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Don’t Buy into the Bullshit

In the scene where Ifemelu and her friends are discussing old friends and who is getting married, Ifemelu notes that no matter how she tries to change the conversation, it always comes back to marriage. It is as if being married gives a woman worth. Which I’m sure they feel. Who doesn’t feel a sense of affirmation of existence or validation of worth when someone has vowed to love you forever and no one else? However it certainly should not be something people are fixated on or desperate for.

I found it sad that Priye is judging the success of her wedding by the amount of governors (esteemed, privileged, wealthy men) that attend her wedding. It did not matter if they were in a drug cartel business, or selling prostitutes in the black market, or actively using women as prostitutes. It only mattered that it gave the wedding significance.

“It shows you’re connected. It shows prestige,” she says.

In Adichie’s Ted Talk, she explains the ways that we as a society raise our children (male/female) very differently. To boys, we praise and teach confidence, masculinity, and entitlement. To girls we teach vulnerability, dignity, virginity, aka “mannerly” behaviors. Why shouldn’t we teach mannerly attributes to both? A man is praised for “nailing” a woman or more subtly for “landing a good woman–great cook, great mother, etc.. However women are discouraged from talking about boys or having sex, yet expected to find marriage quickly (and if not they are frowned upon for being loose).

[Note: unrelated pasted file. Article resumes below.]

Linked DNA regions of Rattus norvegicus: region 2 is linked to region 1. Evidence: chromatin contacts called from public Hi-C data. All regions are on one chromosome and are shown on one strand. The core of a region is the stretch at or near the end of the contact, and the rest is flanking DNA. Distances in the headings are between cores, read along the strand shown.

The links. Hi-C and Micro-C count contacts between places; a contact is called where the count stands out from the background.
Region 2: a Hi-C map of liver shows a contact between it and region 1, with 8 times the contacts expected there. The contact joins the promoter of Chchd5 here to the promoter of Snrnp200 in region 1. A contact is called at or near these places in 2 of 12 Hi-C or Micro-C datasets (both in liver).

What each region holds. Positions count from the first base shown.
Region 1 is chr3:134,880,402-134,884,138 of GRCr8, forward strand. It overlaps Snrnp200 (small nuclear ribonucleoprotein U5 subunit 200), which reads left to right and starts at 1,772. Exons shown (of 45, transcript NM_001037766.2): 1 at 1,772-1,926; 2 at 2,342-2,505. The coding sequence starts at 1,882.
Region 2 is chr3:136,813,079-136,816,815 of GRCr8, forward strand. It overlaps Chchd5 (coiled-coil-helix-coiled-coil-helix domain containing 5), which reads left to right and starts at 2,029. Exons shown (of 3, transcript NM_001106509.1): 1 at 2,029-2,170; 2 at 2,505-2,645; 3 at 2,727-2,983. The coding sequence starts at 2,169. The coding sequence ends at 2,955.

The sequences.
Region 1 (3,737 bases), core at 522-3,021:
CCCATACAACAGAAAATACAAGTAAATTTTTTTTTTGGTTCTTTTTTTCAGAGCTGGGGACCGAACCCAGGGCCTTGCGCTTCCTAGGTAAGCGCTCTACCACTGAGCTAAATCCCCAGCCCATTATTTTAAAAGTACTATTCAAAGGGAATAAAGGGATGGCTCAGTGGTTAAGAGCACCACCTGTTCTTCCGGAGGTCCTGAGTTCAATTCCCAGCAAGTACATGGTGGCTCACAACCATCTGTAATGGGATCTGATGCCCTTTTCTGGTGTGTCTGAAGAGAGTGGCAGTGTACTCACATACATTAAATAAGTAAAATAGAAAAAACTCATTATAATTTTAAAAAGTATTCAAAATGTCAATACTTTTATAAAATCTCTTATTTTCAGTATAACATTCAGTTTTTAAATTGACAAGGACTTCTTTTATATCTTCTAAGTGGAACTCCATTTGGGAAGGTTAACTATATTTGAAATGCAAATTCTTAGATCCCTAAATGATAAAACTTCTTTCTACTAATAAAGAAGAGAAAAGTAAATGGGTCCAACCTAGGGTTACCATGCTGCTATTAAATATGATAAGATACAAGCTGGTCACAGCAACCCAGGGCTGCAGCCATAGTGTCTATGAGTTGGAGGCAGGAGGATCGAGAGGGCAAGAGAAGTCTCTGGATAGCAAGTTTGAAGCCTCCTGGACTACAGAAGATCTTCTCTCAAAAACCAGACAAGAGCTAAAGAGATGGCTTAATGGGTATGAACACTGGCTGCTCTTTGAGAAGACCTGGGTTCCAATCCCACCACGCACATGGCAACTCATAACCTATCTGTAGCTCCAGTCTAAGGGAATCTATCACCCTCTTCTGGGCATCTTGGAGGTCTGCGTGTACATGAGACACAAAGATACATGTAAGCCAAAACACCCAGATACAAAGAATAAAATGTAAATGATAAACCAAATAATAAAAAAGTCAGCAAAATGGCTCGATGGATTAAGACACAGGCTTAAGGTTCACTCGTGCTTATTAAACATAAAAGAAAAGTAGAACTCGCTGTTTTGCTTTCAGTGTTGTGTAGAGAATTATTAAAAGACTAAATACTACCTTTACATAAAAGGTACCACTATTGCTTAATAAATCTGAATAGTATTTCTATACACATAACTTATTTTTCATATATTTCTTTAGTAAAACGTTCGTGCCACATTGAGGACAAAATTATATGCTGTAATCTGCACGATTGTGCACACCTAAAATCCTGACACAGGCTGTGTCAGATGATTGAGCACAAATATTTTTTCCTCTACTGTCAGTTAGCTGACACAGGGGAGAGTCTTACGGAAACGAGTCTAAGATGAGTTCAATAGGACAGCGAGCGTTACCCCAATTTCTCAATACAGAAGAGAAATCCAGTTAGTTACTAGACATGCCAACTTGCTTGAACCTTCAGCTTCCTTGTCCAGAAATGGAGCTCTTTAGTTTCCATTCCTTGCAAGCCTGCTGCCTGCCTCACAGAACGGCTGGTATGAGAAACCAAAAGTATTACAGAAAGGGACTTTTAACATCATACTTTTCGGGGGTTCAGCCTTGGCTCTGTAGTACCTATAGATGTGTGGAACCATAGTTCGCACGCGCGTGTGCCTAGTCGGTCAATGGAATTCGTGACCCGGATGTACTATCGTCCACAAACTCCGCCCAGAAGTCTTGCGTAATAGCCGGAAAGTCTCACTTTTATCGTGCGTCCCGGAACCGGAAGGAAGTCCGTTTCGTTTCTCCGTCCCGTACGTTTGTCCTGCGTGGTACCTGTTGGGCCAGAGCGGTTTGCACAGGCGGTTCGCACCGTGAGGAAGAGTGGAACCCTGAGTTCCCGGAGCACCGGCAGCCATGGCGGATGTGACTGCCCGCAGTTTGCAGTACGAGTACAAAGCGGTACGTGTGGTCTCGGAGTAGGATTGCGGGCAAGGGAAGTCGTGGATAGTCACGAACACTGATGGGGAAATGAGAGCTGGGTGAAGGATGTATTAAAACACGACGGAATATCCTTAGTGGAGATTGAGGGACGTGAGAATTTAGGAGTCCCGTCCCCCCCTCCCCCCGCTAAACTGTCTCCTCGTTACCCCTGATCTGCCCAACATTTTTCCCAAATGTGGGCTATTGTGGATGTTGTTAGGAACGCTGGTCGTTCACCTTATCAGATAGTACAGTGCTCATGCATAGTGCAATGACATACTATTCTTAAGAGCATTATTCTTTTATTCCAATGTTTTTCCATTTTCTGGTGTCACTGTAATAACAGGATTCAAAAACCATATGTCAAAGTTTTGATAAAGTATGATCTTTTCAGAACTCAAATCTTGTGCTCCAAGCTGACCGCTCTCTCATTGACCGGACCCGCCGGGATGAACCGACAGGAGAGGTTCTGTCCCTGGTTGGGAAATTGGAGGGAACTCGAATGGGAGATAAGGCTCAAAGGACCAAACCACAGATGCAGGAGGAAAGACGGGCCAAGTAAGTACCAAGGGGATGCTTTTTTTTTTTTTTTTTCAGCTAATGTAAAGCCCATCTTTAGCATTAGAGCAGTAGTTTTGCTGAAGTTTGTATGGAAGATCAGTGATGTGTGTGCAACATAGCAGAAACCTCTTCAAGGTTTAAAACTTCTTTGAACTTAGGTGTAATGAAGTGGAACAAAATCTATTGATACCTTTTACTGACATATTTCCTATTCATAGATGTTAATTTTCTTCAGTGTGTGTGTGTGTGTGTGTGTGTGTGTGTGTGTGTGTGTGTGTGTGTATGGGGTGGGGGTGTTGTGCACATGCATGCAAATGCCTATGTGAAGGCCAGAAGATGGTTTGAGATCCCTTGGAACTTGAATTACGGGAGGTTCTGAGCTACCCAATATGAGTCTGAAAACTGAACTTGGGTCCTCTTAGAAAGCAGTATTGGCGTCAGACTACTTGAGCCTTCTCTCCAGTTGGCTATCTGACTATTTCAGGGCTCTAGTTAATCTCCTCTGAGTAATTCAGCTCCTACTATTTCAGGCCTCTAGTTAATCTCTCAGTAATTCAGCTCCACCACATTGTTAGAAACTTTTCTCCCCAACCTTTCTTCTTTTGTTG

“You marry the best man who can maintain you,” she says.

Typical notion of a woman being represented as inferior, subordinate, etc. This struck me as memorable because so often we (women) overlook sexist situations. At times we may complain, but too often we perpetuate it. Inherently, this is not merely a “men” issue. It’s a society issue. We must refuse to perpetuate our own oppression!

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Social Media

So I posted this portion, and the rest of this quote, on Instagram because the entire time I was reading I was resisting the urge to scream YES YES YES AMEN. I even got all emotional eyes watering and everything.

“ America it’s white folks who have the power. How? Well, white folks don’t get treated like shit in upper-class American communities and white folks don’t get denied bank loans or mortgages..”

Guess how many likes it got? 17. (I only get angry about likes if I can compare it to much less worthy photo that somehow gets phenomenally more). This only shows that people are either 1. too lazy to read the entire passage or 2. they see the word Black or racism and swipe up *running for the hills* It is ignorant to run away from the conversation. This is why I posted it. Adichie points out the importance in becoming a color-conscious community as opposed to color blind. By circulating articles, blogs, good findings of any sort that support the cause, we are moving toward that switch. Even though I get little to none attention on  my endeavors to bring awareness of racism to my social circle, I will not give up. Calling upon my first blog BE FREAKING LOUD.